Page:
This execution notice begins: 'A True and Particular ACCOUNT of the TRIAL and SENTENCE of JANET DOUGLAS, who is to be Executed at Edinburgh, on Wednesday the 12th Day of October next, for Child Stealing!!!'. This sheet was published by the Booksellers, Edinburgh, and could have been purchased for a penny.
Janet Douglas was sentenced to hang for abducting her employer's daughter, in the hope that prospective employers would take pity on her as a single parent. There are other broadsides held in the collection at the National Library of Scotland, regarding women and the mishandling of children. It is curious to note that many of the women covered in this collection, were hanged for crimes involving children, such as abortion, infanticide and neglect.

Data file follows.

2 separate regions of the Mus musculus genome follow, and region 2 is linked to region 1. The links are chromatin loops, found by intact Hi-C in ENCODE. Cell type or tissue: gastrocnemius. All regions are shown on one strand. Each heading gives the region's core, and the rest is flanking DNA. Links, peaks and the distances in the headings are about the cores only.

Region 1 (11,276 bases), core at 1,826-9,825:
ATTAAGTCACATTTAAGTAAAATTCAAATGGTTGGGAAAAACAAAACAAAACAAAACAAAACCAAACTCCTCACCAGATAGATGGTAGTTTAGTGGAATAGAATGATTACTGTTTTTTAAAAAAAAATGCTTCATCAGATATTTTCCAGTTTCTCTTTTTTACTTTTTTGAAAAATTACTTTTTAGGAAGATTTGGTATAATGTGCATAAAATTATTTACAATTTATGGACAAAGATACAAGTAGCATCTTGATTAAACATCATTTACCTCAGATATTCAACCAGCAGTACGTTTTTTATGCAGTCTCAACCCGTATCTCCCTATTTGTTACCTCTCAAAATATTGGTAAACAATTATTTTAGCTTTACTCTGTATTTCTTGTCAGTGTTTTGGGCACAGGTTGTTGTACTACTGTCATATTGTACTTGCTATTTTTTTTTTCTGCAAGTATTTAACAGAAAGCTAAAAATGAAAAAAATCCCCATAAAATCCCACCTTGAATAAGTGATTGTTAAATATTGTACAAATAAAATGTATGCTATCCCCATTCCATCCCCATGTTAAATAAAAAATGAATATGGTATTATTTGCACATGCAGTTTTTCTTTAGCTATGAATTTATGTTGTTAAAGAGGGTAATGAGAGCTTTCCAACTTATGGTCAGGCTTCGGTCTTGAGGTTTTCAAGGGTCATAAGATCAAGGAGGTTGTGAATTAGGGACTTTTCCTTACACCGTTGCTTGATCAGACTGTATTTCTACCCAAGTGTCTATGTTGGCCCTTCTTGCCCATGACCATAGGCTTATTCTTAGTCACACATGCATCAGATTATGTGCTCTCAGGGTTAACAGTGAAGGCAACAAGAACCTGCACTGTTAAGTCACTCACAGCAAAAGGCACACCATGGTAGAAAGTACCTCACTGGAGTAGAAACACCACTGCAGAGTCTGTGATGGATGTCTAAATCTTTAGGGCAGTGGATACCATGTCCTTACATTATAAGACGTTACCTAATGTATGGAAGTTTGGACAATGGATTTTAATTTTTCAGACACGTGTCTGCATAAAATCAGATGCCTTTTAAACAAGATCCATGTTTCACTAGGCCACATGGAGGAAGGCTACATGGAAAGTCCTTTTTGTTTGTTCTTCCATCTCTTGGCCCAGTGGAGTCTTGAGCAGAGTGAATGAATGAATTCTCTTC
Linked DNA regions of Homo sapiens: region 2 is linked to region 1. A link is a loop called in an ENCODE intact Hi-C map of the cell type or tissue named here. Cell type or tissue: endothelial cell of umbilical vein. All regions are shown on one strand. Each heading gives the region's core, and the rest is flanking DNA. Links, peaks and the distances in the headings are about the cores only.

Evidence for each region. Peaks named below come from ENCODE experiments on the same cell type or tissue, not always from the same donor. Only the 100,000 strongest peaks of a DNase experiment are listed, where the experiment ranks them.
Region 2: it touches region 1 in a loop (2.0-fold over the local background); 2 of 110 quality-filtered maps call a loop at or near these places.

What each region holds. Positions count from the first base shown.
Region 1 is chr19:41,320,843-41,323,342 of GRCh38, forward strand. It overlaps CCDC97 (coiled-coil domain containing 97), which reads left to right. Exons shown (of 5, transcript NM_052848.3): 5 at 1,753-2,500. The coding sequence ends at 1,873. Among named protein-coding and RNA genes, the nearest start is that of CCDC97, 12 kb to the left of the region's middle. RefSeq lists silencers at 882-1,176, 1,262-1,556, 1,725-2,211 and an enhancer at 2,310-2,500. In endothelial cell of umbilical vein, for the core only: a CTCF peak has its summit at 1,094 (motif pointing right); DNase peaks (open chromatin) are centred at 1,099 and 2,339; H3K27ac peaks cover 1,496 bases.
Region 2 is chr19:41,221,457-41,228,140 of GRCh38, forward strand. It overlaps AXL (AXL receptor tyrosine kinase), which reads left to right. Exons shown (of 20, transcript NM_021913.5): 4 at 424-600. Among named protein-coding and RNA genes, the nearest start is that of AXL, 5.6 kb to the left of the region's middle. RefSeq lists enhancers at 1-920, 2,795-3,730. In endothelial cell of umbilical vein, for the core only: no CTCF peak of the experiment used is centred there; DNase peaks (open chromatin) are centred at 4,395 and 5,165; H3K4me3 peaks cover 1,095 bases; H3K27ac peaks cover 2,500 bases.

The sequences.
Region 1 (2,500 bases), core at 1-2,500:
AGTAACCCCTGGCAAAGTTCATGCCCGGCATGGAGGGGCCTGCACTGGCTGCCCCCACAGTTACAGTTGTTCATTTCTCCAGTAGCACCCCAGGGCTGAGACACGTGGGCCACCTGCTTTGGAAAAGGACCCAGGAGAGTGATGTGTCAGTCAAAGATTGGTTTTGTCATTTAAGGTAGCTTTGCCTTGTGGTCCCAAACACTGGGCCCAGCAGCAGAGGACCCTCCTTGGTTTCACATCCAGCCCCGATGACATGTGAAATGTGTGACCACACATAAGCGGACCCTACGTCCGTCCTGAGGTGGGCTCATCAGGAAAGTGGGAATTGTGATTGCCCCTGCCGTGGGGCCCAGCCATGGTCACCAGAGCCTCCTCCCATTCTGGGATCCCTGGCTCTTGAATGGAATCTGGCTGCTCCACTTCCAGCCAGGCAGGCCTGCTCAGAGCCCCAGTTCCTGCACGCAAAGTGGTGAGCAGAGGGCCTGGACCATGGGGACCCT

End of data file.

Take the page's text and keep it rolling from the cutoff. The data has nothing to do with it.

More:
Reports recounting dark and salacious deeds were popular with the public, and, like today's sensationalist tabloids, sold in large numbers. Crimes could generate sequences of sheets covering descriptive accounts, court proceedings, last words, lamentations and executions as they occurred. As competition was fierce, immediacy was paramount, and these occasions provided an opportunity for printers and patterers to maximise sales.
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Date of publication:
1817 shelfmark: 6.314(33)
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